Stay tuned for more on this topic…I’m hoping to put together another post with some actionable items for use in your next technology selection project.

Technology Selection and Cultural Fit

technology selectionDid you know that technology selection is about much more than technology?

Yep…its true…..but most people don’t realize it.

Many in the IT world love to get asked to be a part of a technology selection project. These types of projects usually provide a learning opportunity for everyone on the team and an chance to really help drive the platforms used within the enterprise.

The basic question at hand for most technology selection projects really comes down to “‘what do we need and how much is it?”

With that question in mind, most IT professionals approach technology selection with the following three questions in mind:

These three questions definitely cover a great deal of requirements….but one major area is missing. ¬†I’d add the following:

Does the technology fit the culture?

Pretty broad question but one that’s extremely important to answer.

Now…one could argue that cultural fit should fit into the non-functional requirements or selection criteria selection questions…and I’d agree. That said, very few people really consider organizational culture when choosing technology.

Cultural Fit – why worry?

Why should we worry about cultural fit when selecting technology?

Simple…organizational culture is a key driver of technology acceptance and adoption.

Company culture will dictate how much support for a new technology is required. It will make a difference whether your users will take it upon themselves to learn a new technology or expect to have their hands through detailed training classes.

Culture will also determine how technology is used. Will the technology you select and implement by used in some new, innovative way or will it barely be used for its intended purpose?

Cultural fit is just as important to an organization as functional requirements but its an often overlooked  step in technology selection.

A Case Study in Cultural Fit and Technology Selection

I was hired by a large organization a few years ago to implement and manage development and customization for Sitecore CMS. ¬†The project was an interesting one…the organization hadn’t used a content management system prior to their selection of Sitecore and had been building all websites using HTML and flat-file databases through a two person web team.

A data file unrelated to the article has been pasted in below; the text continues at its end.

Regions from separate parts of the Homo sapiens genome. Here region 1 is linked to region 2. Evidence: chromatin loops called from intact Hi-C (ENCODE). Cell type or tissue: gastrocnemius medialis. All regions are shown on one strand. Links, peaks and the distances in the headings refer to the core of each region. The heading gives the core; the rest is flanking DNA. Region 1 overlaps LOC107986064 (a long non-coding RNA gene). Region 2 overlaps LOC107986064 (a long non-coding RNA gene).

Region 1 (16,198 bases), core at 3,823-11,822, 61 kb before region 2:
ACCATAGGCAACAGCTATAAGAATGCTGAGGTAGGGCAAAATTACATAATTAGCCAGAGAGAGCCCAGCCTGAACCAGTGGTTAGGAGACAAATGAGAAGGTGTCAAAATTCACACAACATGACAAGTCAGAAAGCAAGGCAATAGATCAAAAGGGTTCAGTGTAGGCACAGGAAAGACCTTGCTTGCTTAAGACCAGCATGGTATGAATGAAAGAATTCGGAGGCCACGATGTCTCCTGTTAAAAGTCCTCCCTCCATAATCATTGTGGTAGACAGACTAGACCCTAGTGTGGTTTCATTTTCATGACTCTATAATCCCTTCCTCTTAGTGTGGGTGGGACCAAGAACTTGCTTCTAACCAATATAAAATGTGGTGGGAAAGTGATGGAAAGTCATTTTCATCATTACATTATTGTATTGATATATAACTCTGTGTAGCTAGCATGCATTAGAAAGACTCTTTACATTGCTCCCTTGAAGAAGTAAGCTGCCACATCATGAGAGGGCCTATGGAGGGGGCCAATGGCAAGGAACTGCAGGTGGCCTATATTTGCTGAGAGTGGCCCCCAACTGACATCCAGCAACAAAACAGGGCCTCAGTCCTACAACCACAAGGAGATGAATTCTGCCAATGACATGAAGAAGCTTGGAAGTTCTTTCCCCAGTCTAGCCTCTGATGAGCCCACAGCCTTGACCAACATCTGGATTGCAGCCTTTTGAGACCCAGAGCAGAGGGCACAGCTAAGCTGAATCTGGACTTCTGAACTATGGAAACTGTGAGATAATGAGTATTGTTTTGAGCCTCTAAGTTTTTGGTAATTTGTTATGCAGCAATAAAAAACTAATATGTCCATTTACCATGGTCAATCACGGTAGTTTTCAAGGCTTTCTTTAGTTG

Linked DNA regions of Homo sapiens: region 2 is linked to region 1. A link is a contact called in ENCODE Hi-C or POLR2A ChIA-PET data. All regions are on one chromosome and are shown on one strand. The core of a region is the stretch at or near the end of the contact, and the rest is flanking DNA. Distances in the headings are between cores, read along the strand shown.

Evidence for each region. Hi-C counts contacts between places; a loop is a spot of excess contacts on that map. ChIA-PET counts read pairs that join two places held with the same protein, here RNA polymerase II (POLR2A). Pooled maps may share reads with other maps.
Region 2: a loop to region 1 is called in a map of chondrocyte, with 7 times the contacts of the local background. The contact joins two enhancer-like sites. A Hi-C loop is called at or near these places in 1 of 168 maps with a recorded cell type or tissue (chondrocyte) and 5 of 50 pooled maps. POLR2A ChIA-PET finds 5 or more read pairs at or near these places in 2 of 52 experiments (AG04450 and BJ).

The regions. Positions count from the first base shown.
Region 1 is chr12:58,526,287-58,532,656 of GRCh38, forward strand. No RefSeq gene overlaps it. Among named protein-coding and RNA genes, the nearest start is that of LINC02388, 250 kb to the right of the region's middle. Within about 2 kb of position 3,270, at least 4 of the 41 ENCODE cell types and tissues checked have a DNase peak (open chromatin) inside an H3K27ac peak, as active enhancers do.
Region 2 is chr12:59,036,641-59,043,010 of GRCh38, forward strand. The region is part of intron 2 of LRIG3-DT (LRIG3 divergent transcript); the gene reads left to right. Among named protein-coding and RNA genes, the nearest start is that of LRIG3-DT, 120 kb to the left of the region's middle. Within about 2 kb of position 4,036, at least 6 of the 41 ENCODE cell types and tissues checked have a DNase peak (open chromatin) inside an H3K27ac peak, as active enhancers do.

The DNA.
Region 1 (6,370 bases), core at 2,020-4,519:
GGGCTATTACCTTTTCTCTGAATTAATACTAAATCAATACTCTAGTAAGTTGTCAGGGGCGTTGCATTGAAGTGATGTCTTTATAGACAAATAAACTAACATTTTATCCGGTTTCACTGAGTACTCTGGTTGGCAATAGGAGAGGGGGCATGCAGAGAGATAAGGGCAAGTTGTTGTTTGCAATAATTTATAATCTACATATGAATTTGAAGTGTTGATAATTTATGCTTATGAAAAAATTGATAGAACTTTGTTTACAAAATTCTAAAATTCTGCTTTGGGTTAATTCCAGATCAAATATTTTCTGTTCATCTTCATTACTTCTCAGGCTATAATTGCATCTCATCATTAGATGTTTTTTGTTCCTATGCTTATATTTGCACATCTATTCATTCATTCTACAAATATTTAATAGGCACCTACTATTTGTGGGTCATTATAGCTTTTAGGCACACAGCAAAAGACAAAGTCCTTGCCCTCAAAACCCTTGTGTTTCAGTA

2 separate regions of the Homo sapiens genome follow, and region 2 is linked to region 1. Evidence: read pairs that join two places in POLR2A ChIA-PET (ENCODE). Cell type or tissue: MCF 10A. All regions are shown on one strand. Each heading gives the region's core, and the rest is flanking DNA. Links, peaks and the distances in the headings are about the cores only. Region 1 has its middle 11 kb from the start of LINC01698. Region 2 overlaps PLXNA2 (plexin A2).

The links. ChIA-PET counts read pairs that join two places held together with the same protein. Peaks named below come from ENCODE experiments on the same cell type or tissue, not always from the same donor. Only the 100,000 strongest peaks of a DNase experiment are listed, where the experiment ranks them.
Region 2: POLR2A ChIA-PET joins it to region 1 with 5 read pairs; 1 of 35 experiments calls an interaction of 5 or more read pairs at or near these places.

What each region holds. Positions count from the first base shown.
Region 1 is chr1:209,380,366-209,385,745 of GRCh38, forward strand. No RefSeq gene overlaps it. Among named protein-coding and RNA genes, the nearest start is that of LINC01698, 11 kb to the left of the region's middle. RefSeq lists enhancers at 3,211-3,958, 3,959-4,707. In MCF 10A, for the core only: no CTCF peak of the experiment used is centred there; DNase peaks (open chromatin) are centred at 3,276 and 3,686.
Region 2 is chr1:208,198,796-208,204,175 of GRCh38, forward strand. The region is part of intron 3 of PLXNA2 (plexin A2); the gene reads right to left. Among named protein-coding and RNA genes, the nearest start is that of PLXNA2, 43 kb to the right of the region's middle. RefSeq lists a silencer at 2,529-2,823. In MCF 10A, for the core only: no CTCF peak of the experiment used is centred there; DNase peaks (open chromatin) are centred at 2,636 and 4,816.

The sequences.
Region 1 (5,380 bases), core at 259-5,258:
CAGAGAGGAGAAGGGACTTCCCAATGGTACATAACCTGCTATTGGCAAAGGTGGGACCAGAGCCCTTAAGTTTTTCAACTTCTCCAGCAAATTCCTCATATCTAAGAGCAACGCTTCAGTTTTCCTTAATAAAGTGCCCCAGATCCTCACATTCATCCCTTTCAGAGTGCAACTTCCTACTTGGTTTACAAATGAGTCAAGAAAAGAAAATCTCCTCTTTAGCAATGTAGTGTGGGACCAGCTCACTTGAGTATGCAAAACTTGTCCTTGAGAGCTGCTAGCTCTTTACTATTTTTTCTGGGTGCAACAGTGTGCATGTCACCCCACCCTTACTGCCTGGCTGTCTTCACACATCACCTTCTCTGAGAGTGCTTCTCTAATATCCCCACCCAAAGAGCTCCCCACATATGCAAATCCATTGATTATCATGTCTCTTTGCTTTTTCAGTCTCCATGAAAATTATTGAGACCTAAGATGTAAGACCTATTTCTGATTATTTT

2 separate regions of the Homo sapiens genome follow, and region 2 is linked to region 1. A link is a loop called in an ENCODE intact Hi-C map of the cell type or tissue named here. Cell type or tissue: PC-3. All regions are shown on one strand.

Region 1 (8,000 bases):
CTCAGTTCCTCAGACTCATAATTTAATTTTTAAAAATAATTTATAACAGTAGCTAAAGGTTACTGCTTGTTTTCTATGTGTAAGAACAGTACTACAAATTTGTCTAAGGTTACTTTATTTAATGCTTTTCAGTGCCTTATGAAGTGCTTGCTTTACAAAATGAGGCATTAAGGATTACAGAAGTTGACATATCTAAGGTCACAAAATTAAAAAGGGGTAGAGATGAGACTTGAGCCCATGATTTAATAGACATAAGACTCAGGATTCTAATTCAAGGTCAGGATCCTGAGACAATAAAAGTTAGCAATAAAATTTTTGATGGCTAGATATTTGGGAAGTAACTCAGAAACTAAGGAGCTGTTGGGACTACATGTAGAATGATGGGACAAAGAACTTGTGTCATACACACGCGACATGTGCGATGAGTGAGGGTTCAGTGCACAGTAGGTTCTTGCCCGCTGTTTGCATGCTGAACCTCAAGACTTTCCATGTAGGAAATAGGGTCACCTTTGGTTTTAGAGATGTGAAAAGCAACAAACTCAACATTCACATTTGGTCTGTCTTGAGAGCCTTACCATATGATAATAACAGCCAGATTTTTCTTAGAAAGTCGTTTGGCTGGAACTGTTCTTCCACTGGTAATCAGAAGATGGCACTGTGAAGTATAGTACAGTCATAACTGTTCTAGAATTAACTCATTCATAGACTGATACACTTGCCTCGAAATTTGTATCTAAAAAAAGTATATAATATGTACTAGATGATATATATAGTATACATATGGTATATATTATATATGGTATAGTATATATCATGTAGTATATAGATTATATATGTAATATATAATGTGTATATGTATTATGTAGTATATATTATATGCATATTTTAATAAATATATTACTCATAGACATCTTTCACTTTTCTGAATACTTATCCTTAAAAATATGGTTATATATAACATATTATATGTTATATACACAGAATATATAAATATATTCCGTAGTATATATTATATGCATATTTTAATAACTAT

The team responsible for the selection and implementation of Sitecore CMS had assumed that the platform could be rolled out and anyone / everyone in the organization would be allowed into the system to input and manage their own content.

Now…with the proper people and culture, this might not have been a bad idea. ¬†But the culture of this organization at the time was top-down command and control where everyone had been conditioned to do as they were told. ¬†At the time there was even a paper based communication approval process that required at least 5 signatures (sometimes more) before anything was allowed to be published to the web (this process has since changed for the better).

Can you imagine implementing a technology like Sitecore with built in workflow processes, approval processes and publishing capabilities and to not really use those processes because a paper-based approval system existed?  I will note that the Sitecore driven workflow processes were considered as a replacement for the paper-based system but never properly embraced or used.

With a culture built around waiting for your boss to tell you what to do, do you think the CMS platform was accepted and embraced by the users?

Another issue that was obvious from the beginning of this project was the complete lack of understanding of everything ‘web’ within this organization. ¬†This was very much an¬†organization¬†with a “print” mentality and modern digital communications and marketing concepts weren’t well understood by most.

Needless to say, the plans to roll out Sitecore to the entire organization never really panned out. There were pockets of people and teams within the organization that were chomping at the bit to get into Sitecore but that was the exception rather than the rule.

Technology Selection – Lessons learned

What can we learn from this example? ¬†The strategic objective behind selecting and implementing Sitecore was sound. ¬†So were the functional requirements…the platform is an excellent platform and fit into the organization’s overall technology architecture and roadmap.

A failure¬†occurred¬†when the technology met the culture of the organization. ¬† The culture was rooted in ‘do nothing wrong’ and ‘receive approval for everything’. ¬†This culture let the¬†inability for the people within the organization to understand, embrace and use a technology that allowed individual achievement, initiative and innovation.